KNOXVILLE, Tenn. (AP) – Knox County School officials are asking a federal judge to relax exemptions around a recently implemented court-ordered school mask warrant, arguing they need more flexibility to determine who needs a mask.
Last month, U.S. District Judge J. Ronnie Greer ruled Knox County schools must adopt a mask warrant to help protect children with health conditions more susceptible to the coronavirus pandemic. He also blocked Republican Gov. Bill Lee’s executive order allowing parents to opt out of enforcing school mask warrants. Both changes remain in effect as the legal battle continues to fight its way through the courts.
The decision was one of three similar decisions where federal judges stayed Lee’s order for three counties. Families and advocates across the state have challenged the policy in a handful of lawsuits amid a growing number of cases of the virus in schools.
Yet in Knox County, which includes Knoxville, the order sparked strong protests from those opposing mask warrants and other COVID-19 precautions. Some students have been confronted with adults calling them “sheep” while wearing a mask, as at least one Republican state lawmaker has encouraged families to “take a stand” and challenge Greer’s order.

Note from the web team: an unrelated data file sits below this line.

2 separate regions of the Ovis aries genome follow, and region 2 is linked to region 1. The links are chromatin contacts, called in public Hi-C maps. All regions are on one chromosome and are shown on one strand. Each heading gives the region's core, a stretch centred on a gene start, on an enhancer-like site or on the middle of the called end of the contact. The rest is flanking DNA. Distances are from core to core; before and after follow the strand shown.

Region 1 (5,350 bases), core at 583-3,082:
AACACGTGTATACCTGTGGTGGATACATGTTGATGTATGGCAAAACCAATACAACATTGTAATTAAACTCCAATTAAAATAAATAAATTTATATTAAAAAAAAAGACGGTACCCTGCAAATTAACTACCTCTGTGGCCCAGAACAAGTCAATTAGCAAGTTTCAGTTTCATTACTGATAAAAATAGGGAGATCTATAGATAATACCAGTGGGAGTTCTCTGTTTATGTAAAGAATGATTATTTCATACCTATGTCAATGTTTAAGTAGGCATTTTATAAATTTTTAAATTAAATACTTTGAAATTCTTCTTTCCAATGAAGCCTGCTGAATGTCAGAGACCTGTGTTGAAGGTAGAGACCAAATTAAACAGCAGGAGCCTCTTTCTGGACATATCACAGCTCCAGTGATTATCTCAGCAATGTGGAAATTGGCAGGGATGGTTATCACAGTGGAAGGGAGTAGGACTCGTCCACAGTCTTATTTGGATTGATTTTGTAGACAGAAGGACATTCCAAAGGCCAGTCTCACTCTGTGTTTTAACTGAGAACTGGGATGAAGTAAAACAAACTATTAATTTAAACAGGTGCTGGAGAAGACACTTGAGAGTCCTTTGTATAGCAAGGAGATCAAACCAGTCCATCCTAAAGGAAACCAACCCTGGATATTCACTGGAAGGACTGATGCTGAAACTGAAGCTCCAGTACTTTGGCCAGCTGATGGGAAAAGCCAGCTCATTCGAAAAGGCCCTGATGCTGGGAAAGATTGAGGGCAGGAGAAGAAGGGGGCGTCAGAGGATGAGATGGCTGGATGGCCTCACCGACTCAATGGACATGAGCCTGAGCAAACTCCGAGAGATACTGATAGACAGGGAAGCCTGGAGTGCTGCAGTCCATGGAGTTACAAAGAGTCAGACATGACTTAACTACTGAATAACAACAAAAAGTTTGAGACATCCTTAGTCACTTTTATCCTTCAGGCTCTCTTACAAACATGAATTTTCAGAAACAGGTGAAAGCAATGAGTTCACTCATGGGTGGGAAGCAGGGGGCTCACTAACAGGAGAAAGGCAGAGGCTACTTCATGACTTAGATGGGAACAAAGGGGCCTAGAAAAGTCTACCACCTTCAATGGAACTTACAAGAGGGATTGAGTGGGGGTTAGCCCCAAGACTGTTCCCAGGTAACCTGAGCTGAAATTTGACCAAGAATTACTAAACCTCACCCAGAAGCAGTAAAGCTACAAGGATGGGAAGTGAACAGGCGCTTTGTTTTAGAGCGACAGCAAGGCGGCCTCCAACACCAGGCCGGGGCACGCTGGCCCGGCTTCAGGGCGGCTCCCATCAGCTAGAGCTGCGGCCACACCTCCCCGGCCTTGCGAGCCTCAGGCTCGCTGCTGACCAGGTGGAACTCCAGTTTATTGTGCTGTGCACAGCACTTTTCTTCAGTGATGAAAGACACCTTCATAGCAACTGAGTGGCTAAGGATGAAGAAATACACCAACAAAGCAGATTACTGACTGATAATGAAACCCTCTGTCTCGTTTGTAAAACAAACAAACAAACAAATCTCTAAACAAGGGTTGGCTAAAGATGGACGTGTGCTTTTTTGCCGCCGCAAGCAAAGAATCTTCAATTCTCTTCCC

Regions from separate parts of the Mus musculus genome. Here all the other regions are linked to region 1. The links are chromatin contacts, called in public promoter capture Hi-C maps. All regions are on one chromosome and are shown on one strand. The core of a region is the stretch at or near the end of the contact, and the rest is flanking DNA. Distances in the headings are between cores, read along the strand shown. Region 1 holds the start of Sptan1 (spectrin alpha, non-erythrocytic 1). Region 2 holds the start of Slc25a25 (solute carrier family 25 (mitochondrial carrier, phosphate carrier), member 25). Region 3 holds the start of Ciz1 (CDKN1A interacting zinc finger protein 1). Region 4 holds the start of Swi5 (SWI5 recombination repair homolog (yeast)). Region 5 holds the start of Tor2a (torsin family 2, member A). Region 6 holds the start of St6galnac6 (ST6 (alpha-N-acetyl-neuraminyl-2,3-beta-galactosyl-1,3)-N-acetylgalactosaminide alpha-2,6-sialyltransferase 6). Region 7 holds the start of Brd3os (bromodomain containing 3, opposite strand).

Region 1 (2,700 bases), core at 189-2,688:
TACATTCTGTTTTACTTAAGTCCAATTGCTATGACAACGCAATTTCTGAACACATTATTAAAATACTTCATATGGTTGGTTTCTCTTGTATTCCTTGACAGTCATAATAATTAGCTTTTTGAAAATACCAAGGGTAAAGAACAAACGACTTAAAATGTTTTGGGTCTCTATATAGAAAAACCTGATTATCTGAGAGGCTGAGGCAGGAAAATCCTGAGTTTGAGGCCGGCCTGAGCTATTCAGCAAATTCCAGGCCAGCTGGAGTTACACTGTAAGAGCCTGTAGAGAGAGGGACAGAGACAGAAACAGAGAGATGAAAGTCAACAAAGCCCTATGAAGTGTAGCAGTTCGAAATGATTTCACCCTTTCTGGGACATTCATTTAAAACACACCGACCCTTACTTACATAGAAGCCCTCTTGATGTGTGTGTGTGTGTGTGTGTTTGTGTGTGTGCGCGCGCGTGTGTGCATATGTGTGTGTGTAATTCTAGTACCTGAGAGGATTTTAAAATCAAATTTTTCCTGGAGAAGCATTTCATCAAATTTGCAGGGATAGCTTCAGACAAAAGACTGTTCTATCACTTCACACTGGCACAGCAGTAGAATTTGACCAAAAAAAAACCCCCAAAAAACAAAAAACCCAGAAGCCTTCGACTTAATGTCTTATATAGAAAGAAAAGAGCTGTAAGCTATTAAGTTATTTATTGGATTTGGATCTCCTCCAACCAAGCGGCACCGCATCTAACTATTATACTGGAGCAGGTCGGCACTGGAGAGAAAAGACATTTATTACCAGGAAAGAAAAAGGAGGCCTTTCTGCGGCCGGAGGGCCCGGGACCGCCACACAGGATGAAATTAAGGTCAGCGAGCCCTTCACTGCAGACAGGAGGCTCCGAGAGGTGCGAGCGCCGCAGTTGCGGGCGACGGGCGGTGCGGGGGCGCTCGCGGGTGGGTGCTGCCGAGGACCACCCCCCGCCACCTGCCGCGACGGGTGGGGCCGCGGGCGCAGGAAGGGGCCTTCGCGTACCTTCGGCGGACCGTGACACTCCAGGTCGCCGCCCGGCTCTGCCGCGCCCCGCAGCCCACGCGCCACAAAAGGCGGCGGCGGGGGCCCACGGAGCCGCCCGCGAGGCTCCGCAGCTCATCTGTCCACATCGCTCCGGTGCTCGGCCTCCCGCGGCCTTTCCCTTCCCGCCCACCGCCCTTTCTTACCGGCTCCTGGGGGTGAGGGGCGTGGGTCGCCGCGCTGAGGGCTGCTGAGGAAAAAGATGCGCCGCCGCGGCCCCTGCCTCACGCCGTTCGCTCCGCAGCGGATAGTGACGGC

Meanwhile, Knox County schools officials said Greer’s mask mandate only allowed students with autism or tracheostomies not to wear masks to school.
“A list of medical conditions to be exempted is just not a viable system and will result in a list of both insufficient and excessive exemptions,” school district attorneys argued in last week’s filing. “It needs to be determined whether a student should be exempted from wearing a mask on an individualized basis. “
Court documents say more than 700 students “refused to wear a mask to school” on the first day the mask warrant was in place. The next day, more than 530 students showed up without masks, the district said in a file.
While this is only a tiny fraction of the more than 60,000 students enrolled in the county, the school district argues that the mandate has strained resources as schools and staff try to enforce the requirement. to resistant families.
“In addition, it is evident that the resistance of parents and students to the court order will continue,” argued the school. “If this continues, students who are sent home every day for not wearing a mask may be deprived of their constitutional right (in Tennessee) to free public education. “
Greer has yet to weigh in on granting more exemptions.
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